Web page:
…because some thoughts are worth remembering
If I love the German language for its ability to make up a term about pretty much everything into one long word, I appreciate the French language for capturing a whole concept that may be elusive otherwise, with a certain… “je ne sais quoi” quality to it, like “espirit d’escalier“. That’s right. French phrases we have adopted range beyond phrases about food (à la mode), fashion (haute couture) and good living (joie de vivre).
An aside: I noticed quite a bit of French phrases used in English to the point that one evening, my friends and I thought it was a good idea to attempt to hold a conversation using as many French terms as possible. Too bad it was before the age of Wikipedia, because we could have tossed out a phrase randomly from their long list of French expressions in English, nod at each other approvingly, sipped a Bordeaux, then repeat.
Déformation professionnelle, often translated as job distortion, it speaks to a tendency to view one’s world within the context of one’s profession rather than a broader perspective. It’s related to the adage, if all you have is a hammer, everything looks like a nail.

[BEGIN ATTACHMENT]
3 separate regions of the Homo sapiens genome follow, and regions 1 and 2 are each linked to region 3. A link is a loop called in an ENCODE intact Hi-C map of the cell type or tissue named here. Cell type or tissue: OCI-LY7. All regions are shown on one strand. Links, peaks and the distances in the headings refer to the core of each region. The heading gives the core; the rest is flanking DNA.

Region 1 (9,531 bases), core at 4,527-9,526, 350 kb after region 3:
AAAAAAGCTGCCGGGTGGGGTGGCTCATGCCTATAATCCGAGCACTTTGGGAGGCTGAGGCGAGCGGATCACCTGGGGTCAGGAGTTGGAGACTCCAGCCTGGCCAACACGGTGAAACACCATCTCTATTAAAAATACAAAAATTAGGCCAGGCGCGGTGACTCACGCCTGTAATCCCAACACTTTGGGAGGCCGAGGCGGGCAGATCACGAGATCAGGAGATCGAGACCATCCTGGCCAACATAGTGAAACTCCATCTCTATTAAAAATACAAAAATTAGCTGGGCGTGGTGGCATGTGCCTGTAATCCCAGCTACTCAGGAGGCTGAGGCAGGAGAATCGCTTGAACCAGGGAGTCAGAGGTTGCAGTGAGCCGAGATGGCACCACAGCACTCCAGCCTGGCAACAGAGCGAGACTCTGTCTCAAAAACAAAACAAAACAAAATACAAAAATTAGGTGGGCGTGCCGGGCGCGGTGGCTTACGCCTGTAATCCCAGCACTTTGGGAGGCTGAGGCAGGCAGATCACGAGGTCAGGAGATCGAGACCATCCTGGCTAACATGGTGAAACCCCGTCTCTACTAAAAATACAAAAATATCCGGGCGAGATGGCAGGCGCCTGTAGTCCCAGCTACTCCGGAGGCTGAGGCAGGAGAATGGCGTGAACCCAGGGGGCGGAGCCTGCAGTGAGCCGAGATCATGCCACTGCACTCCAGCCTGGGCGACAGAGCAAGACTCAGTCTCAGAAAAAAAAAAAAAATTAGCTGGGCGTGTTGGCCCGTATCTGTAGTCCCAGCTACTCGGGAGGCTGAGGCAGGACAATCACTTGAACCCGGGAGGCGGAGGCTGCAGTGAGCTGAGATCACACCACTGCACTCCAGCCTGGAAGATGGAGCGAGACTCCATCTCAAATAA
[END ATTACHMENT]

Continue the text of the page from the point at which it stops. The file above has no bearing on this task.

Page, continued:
The word professionnelle is misleading because for some of us, it isn’t the occupational perspective that we most identify but our upbringing, our ethnicity, or the health condition we suffer from.
The word déformation (deformation or distortion) implies a negative connotation, but it doesn’t have to be. If we can remember that we have multiple identities within ourselves, and to remember to honor them in our profession and beyond, we can enrich our perspectives.
The déformation professionelle can be used to our advantage when forming a team: bringing people from diverse backgrounds will naturally add to diverse view points and perspectives, leading to creative solutions overlooked by a homogeneous team.
Another facet of this phenomenon is that people often assign a profession (a task) to an object, and don’t see what else that object might come in handy for.
The Candle Problem demonstrates this tendency, where when people are asked to place a lit candle on a wall with a box of tacks, and a book of matches, they saw the box as merely something that contained the tacks. The solution required the participants to realize that the box of tacks can be emptied, pinned on the wall with a tack and then place the lit candle in the box. When the participants were shown the items separately, as a box, group of tacks, matchbox and a candle, they were able to solve the problem faster because they saw the box as a generic container. Check out the video above to also learn the effects of incentives when solving problems that require a perspective shift and ones that don’t.
Embrace our déformation, I say!
Photo: French style gnocchi at Bouchon in Yountville, CA